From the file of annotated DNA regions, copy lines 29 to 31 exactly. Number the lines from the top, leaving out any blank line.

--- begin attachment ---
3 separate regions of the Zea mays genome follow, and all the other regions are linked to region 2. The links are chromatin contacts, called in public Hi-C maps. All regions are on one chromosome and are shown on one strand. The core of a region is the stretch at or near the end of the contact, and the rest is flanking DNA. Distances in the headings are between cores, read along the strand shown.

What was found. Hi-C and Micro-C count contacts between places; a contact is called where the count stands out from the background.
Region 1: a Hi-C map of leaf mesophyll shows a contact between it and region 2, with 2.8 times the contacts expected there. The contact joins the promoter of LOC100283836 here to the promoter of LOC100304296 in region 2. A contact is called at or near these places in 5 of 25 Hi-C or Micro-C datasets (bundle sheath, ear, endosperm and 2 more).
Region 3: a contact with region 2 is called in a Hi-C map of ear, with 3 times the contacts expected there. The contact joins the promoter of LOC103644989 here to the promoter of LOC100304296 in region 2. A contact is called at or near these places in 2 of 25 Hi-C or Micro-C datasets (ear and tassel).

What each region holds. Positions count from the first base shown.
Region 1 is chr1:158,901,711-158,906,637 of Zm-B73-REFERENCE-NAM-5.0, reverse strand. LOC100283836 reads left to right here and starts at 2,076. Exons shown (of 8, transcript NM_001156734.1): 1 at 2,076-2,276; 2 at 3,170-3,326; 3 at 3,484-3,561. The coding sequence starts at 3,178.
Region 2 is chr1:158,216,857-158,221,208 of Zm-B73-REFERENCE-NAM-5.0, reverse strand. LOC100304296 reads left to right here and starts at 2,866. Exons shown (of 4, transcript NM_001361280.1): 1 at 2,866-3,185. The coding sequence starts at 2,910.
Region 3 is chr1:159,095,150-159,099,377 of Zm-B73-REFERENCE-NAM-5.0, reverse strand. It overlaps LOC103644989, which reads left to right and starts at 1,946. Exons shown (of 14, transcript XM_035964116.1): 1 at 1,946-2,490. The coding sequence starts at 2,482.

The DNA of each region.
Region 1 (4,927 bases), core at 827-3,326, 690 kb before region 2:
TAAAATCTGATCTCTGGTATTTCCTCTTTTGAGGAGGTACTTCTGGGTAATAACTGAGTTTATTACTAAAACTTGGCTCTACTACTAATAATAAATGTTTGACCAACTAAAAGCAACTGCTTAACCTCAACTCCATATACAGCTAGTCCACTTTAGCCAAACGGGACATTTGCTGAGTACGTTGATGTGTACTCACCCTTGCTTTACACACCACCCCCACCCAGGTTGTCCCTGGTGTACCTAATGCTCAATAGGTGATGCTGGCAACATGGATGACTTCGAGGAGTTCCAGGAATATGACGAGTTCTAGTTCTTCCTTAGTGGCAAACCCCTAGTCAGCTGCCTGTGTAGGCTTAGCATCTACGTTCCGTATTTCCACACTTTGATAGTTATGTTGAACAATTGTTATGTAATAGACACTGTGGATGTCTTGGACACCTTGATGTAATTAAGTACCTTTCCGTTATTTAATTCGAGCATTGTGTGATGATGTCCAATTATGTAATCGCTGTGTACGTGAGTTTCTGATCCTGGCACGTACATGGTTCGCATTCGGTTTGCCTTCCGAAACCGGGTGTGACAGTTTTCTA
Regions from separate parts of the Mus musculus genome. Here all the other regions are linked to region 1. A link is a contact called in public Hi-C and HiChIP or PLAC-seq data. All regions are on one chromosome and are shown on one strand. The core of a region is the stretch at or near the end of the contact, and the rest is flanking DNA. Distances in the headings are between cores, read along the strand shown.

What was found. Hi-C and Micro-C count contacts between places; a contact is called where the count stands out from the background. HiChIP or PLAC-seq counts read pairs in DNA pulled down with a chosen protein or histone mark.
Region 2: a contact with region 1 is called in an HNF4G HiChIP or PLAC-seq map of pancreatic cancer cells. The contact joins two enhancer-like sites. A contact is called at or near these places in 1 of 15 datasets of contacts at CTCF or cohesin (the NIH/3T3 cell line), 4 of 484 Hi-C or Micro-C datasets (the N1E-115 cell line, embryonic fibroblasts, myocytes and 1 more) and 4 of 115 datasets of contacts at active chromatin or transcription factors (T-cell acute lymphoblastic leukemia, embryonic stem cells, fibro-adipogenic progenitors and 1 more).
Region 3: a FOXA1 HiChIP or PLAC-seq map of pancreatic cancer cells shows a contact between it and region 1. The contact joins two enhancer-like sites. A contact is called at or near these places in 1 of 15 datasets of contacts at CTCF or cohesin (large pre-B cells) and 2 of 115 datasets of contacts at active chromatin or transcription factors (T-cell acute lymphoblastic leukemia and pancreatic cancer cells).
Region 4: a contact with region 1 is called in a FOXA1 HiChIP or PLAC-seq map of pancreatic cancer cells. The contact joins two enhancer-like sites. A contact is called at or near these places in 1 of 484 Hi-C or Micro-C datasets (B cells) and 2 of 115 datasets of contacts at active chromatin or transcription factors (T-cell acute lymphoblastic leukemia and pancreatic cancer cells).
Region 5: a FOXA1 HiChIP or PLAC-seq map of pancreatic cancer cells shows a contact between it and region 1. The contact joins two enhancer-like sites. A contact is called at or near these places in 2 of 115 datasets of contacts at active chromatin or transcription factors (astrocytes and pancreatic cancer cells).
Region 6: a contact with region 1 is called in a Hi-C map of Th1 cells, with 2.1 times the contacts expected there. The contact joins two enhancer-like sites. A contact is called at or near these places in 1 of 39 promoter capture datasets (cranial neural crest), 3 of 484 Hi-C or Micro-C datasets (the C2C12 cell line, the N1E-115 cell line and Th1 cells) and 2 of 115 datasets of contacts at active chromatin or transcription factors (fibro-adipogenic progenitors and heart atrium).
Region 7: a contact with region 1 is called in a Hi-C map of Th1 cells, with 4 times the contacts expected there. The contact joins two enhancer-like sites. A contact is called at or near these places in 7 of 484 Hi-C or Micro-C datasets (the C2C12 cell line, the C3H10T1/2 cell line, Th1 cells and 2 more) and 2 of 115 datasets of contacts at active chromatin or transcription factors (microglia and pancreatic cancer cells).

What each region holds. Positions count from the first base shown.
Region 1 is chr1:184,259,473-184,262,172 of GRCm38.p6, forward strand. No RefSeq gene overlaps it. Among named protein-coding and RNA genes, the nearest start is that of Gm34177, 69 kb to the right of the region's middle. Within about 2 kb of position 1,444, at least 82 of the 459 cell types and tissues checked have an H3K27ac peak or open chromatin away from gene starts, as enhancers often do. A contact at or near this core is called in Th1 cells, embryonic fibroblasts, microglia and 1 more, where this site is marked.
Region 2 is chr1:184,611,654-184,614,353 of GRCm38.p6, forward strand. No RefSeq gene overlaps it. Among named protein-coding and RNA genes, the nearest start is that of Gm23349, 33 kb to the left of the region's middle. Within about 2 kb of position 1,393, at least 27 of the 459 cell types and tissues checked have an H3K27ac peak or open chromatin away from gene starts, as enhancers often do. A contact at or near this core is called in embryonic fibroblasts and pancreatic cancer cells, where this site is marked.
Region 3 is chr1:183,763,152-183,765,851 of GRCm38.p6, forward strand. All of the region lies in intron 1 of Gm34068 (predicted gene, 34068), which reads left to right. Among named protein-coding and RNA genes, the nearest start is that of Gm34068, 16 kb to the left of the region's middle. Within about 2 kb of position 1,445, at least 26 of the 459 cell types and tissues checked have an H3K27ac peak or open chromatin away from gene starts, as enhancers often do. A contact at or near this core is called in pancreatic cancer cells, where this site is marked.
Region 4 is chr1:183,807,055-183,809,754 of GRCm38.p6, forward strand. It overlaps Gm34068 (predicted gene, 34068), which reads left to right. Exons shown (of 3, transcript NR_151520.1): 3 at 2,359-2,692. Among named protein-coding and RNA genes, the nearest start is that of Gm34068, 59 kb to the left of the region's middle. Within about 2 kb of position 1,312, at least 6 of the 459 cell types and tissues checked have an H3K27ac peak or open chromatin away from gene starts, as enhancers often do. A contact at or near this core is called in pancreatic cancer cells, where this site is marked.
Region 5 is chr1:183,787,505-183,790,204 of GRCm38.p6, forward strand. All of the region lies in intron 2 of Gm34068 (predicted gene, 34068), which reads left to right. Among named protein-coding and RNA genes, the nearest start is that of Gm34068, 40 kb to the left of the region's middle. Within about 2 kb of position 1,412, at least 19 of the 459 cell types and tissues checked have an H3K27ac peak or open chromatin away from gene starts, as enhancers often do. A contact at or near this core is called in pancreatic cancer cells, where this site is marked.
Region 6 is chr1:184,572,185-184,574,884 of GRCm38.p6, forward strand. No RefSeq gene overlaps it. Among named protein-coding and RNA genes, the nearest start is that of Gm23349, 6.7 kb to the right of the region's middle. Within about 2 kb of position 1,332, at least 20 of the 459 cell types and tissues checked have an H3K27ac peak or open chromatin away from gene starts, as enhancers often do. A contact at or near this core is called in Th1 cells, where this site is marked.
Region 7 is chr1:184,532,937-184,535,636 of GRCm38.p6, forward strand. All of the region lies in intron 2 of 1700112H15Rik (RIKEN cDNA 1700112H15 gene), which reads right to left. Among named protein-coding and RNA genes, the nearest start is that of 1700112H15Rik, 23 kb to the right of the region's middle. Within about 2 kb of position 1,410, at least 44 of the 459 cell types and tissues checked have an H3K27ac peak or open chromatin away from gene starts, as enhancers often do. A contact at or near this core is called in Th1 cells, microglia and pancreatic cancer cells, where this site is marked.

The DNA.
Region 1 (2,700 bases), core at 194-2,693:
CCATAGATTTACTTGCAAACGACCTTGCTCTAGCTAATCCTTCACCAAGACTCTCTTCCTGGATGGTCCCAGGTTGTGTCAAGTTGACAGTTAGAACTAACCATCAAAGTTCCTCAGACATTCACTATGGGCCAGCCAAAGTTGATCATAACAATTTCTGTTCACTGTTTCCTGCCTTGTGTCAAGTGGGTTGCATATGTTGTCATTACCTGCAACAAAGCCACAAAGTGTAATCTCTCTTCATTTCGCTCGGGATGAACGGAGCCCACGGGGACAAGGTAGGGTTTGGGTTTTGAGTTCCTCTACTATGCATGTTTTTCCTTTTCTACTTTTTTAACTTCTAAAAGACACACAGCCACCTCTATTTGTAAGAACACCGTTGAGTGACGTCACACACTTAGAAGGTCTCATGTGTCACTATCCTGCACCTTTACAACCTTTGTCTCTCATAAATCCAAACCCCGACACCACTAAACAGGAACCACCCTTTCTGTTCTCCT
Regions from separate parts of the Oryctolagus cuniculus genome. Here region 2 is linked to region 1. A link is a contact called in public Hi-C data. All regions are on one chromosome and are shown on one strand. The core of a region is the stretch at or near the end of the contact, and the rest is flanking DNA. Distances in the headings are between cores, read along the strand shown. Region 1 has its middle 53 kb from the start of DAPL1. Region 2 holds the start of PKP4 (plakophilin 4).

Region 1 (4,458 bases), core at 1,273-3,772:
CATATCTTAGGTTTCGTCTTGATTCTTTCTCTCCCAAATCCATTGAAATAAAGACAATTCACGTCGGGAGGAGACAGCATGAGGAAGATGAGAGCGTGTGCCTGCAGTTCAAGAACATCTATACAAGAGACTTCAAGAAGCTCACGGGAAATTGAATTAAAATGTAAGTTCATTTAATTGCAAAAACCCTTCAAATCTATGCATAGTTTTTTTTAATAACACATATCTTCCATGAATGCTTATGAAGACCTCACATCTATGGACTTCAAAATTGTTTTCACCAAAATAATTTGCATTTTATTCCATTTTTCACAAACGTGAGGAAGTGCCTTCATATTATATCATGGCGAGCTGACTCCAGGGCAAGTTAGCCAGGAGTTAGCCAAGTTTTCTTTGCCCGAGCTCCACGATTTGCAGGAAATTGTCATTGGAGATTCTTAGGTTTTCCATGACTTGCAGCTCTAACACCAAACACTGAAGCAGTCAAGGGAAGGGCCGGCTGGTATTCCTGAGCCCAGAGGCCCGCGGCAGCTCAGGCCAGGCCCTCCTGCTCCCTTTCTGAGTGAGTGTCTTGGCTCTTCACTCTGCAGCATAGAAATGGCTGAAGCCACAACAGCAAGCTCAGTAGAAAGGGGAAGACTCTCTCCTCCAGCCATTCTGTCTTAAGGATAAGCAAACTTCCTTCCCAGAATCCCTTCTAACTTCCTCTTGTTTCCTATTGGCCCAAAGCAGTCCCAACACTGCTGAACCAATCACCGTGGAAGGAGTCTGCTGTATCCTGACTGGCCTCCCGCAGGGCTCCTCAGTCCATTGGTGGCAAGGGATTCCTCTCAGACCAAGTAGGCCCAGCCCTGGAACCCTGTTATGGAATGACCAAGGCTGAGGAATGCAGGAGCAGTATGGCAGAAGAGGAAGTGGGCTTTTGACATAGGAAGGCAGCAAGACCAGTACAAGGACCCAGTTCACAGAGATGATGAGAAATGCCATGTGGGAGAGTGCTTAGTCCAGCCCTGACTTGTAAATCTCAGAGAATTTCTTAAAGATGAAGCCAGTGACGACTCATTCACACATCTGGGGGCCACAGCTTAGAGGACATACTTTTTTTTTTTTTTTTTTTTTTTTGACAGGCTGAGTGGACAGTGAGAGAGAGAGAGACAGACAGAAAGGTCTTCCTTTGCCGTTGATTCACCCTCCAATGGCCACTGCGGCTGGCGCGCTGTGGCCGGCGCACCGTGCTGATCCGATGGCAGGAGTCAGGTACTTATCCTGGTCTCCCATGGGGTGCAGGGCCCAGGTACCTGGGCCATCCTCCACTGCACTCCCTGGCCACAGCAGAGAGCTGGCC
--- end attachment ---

Region 1 (2,700 bases), core at 194-2,693:
CCATAGATTTACTTGCAAACGACCTTGCTCTAGCTAATCCTTCACCAAGACTCTCTTCCTGGATGGTCCCAGGTTGTGTCAAGTTGACAGTTAGAACTAACCATCAAAGTTCCTCAGACATTCACTATGGGCCAGCCAAAGTTGATCATAACAATTTCTGTTCACTGTTTCCTGCCTTGTGTCAAGTGGGTTGCATATGTTGTCATTACCTGCAACAAAGCCACAAAGTGTAATCTCTCTTCATTTCGCTCGGGATGAACGGAGCCCACGGGGACAAGGTAGGGTTTGGGTTTTGAGTTCCTCTACTATGCATGTTTTTCCTTTTCTACTTTTTTAACTTCTAAAAGACACACAGCCACCTCTATTTGTAAGAACACCGTTGAGTGACGTCACACACTTAGAAGGTCTCATGTGTCACTATCCTGCACCTTTACAACCTTTGTCTCTCATAAATCCAAACCCCGACACCACTAAACAGGAACCACCCTTTCTGTTCTCCT
Regions from separate parts of the Oryctolagus cuniculus genome. Here region 2 is linked to region 1. A link is a contact called in public Hi-C data. All regions are on one chromosome and are shown on one strand. The core of a region is the stretch at or near the end of the contact, and the rest is flanking DNA. Distances in the headings are between cores, read along the strand shown. Region 1 has its middle 53 kb from the start of DAPL1. Region 2 holds the start of PKP4 (plakophilin 4).